I am interested in special movements, movements that retain the attention, movements that reflect an inner struggle or tension. I am interested in the causes of movement, the forces behind the action. These forces may be physical as the universe is a dynamic force field, psychological as the human psyché is a fluid and unstable mechanism, social as societies are complex systems at work. And we are crossed by all these unknown and unknowable energies.
Filippo Lorenzin: Software is another important element in your work: could you tell the usual creative and practical process behind your projects?
Antoine Schmitt: Programs are great materials to address issues such as movement, and especially the causes of movement since it acts by itself. Any process, machinery or system that one can imagine can be executed by a computer program as long as it can be thoroughly described. This is the definition of the universal machine by Alan Turing, which then became the computer. This means that I can imagine any situation and then just make it happen. This is how I work: I have a vision of a delicate situation, usually after following a certain thread of thought or being touched by a certain real life situation, and I program it. I re-create the situation in a software.
The programming stage is very fast and intuitive, so this phase is usually quite short. Then I play around with the system at work, I fine tune it until a certain tension appears, until the delicate situation is there. Programs are like clay for me. Sometimes I make mistakes and new situations arise, which may be interesting and I keep them. Sometimes I know exactly what I want to achieve and I focus on it. Often, I create systems that do no work at an artistic level so I drop them.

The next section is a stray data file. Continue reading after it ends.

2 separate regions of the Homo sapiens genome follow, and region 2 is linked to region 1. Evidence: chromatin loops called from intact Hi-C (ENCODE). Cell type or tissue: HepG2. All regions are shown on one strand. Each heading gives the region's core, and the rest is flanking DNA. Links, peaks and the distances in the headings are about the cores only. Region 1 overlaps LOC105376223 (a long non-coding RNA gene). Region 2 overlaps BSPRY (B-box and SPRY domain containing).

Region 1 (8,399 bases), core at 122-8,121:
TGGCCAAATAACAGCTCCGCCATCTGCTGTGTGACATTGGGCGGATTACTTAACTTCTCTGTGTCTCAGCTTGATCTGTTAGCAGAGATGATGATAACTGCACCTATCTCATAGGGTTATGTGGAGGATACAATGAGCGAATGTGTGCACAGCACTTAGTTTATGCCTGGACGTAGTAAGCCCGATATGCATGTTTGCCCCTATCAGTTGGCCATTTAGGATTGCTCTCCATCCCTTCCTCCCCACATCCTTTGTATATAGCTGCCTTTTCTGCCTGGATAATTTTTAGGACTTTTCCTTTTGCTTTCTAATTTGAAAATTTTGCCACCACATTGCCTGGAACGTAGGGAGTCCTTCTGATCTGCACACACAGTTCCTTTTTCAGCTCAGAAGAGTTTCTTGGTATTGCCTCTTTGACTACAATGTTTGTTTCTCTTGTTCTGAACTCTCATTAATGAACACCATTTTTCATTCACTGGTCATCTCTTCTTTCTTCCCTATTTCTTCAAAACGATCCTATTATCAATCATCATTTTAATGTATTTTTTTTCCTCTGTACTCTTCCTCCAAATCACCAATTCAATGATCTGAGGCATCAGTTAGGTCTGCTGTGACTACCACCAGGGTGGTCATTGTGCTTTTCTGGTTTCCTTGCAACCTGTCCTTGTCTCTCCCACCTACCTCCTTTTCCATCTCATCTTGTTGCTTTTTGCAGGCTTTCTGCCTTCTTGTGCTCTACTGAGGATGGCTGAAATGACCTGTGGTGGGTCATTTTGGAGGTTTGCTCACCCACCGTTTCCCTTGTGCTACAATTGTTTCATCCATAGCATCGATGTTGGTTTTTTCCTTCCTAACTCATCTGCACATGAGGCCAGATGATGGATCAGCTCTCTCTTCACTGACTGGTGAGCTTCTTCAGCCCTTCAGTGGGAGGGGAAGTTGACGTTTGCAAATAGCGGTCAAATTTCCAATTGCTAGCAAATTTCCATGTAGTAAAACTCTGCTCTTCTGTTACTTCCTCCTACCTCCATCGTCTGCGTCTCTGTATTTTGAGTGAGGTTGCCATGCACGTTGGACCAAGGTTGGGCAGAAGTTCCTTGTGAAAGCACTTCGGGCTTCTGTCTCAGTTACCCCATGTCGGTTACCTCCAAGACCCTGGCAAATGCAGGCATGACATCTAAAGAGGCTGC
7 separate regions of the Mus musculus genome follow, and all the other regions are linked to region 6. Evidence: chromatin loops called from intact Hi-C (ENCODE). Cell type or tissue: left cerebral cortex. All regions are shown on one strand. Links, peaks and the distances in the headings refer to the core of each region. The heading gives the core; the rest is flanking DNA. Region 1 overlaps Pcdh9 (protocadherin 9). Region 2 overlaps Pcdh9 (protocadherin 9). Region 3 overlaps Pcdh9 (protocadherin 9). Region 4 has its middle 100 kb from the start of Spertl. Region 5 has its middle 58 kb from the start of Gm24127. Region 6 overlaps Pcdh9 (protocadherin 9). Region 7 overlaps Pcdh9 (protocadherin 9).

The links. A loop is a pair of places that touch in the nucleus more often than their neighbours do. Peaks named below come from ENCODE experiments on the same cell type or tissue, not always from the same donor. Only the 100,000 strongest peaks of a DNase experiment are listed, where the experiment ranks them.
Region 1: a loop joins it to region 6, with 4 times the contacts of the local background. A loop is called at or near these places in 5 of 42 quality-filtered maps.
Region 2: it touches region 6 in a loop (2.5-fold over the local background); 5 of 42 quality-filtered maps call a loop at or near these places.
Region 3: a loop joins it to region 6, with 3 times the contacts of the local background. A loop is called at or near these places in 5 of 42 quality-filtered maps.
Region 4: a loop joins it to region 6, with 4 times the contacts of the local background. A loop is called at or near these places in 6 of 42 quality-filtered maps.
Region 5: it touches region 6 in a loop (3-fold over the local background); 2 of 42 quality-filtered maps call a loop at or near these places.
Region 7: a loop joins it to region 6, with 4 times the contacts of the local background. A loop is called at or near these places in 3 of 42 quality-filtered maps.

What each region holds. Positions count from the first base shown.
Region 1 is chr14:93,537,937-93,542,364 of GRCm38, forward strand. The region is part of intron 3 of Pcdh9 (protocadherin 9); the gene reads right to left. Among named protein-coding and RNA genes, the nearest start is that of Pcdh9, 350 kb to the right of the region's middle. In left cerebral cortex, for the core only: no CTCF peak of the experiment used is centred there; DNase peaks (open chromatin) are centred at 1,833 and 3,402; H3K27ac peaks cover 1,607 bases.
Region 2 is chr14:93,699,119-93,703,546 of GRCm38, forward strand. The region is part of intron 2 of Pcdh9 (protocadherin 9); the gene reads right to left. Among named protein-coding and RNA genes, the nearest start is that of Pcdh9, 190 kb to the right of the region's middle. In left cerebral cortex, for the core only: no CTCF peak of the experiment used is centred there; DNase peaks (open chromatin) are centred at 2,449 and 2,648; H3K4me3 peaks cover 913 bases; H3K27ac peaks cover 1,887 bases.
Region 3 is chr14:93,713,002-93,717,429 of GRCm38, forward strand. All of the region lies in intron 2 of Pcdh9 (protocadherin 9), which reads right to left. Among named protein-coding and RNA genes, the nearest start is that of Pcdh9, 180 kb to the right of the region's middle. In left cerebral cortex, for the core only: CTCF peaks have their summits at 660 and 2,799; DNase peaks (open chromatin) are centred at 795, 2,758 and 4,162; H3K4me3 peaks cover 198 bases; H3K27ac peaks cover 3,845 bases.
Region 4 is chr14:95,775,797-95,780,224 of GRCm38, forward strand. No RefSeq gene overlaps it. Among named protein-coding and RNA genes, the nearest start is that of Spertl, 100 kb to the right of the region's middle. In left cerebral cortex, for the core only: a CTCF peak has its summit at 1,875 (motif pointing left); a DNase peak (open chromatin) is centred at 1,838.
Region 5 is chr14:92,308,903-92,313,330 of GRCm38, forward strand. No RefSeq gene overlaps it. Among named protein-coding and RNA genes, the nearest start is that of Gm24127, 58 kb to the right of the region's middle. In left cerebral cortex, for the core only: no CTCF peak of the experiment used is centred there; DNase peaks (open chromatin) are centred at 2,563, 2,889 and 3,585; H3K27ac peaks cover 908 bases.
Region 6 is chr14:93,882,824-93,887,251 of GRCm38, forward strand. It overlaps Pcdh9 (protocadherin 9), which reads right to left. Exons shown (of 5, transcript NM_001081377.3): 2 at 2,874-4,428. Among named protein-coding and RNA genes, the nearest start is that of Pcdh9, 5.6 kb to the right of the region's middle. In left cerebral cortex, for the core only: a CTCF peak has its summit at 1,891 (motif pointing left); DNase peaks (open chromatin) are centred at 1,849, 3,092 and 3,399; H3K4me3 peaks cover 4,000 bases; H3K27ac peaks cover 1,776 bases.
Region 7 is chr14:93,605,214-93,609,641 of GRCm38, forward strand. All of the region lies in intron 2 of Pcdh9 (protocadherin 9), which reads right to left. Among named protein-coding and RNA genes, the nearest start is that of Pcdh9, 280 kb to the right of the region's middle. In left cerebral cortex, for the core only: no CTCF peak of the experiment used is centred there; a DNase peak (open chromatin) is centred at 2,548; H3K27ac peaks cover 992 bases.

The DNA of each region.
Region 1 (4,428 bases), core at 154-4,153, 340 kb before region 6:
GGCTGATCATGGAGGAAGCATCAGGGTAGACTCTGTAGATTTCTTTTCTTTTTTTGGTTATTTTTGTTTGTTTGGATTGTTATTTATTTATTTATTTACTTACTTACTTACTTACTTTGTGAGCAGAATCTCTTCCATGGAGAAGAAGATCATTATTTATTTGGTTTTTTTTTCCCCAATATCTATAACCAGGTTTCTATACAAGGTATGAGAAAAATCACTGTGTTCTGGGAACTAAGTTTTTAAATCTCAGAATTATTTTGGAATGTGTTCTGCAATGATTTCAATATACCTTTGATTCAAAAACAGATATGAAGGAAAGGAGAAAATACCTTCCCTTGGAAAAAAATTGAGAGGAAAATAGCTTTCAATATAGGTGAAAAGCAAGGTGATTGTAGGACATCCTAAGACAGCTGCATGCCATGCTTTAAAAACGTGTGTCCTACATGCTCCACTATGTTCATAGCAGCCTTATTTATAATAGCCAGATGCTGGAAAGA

Filippo Lorenzin: You worked also on numerous public art works. How would you describe those experiences?
Antoine Schmitt: The contemporary art world is very interesting as it builds on the whole Art History, it is a very intellectual world. But it has its limits also, as the audience is reduced. Public art is very fulfilling as it allows me to reach a very large audience, and it is an audience that may not have an artistic background. Being able to change the point of view of people that do not expect it is a great endeavor and a major satisfaction. And it does not mean dropping intellectual rigor.
My latest public artwork is called City Lights Orchestra (2012) and relies exclusively on public participation: people light up their home window through their computer screen displaying a specific blinking program, thus joining all the other participants in the neighborhood, leading to a visual symphony of city windows that can be admired while wandering in the streets. Through this artwork, people both participate in a work of art and live their neighborhood in a different way: more aesthetic, more global and more relational (http://www.citylightsorchestra.net/).
Filippo Lorenzin: What are your plans for the future? What’re you working on these months?
Antoine Schmitt: Many of my artworks, public art, performances, installations continue to live their oen life and I am taking care of this, which takes a lot of time and energy. Then I have new performance projects starting, I continue to work with my gallery (Galerie Charlot in Paris) to produce and inject new works in the contemporary art world through art fairs and a solo show scheduled for March 2015, I have some commissions for public art to think about, and a few collaborations with cinemas and theatres. And I really feel like taking a break to nourish my soul!